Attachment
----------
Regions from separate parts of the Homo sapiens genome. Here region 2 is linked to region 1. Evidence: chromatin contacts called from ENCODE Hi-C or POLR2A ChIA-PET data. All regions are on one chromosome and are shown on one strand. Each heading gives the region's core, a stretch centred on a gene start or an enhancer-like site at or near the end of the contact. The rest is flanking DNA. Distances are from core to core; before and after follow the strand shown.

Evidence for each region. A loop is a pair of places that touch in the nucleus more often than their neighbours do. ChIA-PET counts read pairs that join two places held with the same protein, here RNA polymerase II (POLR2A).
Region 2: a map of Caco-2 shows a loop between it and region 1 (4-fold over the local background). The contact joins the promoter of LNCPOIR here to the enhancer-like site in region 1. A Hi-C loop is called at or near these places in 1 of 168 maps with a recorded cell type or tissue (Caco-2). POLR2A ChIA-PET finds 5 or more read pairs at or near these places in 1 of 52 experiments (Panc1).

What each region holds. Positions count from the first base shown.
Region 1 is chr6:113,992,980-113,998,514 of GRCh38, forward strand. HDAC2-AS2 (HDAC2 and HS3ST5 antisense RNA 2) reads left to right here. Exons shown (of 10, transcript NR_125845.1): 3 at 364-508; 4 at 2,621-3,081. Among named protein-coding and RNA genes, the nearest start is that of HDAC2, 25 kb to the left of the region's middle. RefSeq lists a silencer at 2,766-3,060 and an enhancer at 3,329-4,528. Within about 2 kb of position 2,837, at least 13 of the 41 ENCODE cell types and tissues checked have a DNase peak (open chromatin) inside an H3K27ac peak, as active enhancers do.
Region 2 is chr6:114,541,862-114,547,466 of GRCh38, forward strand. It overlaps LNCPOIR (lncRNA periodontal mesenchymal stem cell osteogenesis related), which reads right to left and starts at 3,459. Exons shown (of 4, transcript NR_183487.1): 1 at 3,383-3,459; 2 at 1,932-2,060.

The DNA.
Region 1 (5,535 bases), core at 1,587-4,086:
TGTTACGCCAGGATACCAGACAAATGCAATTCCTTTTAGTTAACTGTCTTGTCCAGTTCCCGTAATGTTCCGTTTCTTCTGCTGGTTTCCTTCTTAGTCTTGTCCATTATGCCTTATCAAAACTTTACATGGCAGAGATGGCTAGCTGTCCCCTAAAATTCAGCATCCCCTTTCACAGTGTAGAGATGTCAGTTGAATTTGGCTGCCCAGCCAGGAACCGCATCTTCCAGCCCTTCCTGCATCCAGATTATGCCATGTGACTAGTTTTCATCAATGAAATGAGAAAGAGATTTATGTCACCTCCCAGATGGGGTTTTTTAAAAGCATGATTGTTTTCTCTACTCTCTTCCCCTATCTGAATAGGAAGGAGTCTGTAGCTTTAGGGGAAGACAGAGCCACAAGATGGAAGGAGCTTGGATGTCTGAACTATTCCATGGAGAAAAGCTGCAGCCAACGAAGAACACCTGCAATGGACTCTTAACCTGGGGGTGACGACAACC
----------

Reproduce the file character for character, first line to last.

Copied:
Regions from separate parts of the Homo sapiens genome. Here region 2 is linked to region 1. Evidence: chromatin contacts called from ENCODE Hi-C or POLR2A ChIA-PET data. All regions are on one chromosome and are shown on one strand. Each heading gives the region's core, a stretch centred on a gene start or an enhancer-like site at or near the end of the contact. The rest is flanking DNA. Distances are from core to core; before and after follow the strand shown.

Evidence for each region. A loop is a pair of places that touch in the nucleus more often than their neighbours do. ChIA-PET counts read pairs that join two places held with the same protein, here RNA polymerase II (POLR2A).
Region 2: a map of Caco-2 shows a loop between it and region 1 (4-fold over the local background). The contact joins the promoter of LNCPOIR here to the enhancer-like site in region 1. A Hi-C loop is called at or near these places in 1 of 168 maps with a recorded cell type or tissue (Caco-2). POLR2A ChIA-PET finds 5 or more read pairs at or near these places in 1 of 52 experiments (Panc1).

What each region holds. Positions count from the first base shown.
Region 1 is chr6:113,992,980-113,998,514 of GRCh38, forward strand. HDAC2-AS2 (HDAC2 and HS3ST5 antisense RNA 2) reads left to right here. Exons shown (of 10, transcript NR_125845.1): 3 at 364-508; 4 at 2,621-3,081. Among named protein-coding and RNA genes, the nearest start is that of HDAC2, 25 kb to the left of the region's middle. RefSeq lists a silencer at 2,766-3,060 and an enhancer at 3,329-4,528. Within about 2 kb of position 2,837, at least 13 of the 41 ENCODE cell types and tissues checked have a DNase peak (open chromatin) inside an H3K27ac peak, as active enhancers do.
Region 2 is chr6:114,541,862-114,547,466 of GRCh38, forward strand. It overlaps LNCPOIR (lncRNA periodontal mesenchymal stem cell osteogenesis related), which reads right to left and starts at 3,459. Exons shown (of 4, transcript NR_183487.1): 1 at 3,383-3,459; 2 at 1,932-2,060.

The DNA.
Region 1 (5,535 bases), core at 1,587-4,086:
TGTTACGCCAGGATACCAGACAAATGCAATTCCTTTTAGTTAACTGTCTTGTCCAGTTCCCGTAATGTTCCGTTTCTTCTGCTGGTTTCCTTCTTAGTCTTGTCCATTATGCCTTATCAAAACTTTACATGGCAGAGATGGCTAGCTGTCCCCTAAAATTCAGCATCCCCTTTCACAGTGTAGAGATGTCAGTTGAATTTGGCTGCCCAGCCAGGAACCGCATCTTCCAGCCCTTCCTGCATCCAGATTATGCCATGTGACTAGTTTTCATCAATGAAATGAGAAAGAGATTTATGTCACCTCCCAGATGGGGTTTTTTAAAAGCATGATTGTTTTCTCTACTCTCTTCCCCTATCTGAATAGGAAGGAGTCTGTAGCTTTAGGGGAAGACAGAGCCACAAGATGGAAGGAGCTTGGATGTCTGAACTATTCCATGGAGAAAAGCTGCAGCCAACGAAGAACACCTGCAATGGACTCTTAACCTGGGGGTGACGACAACC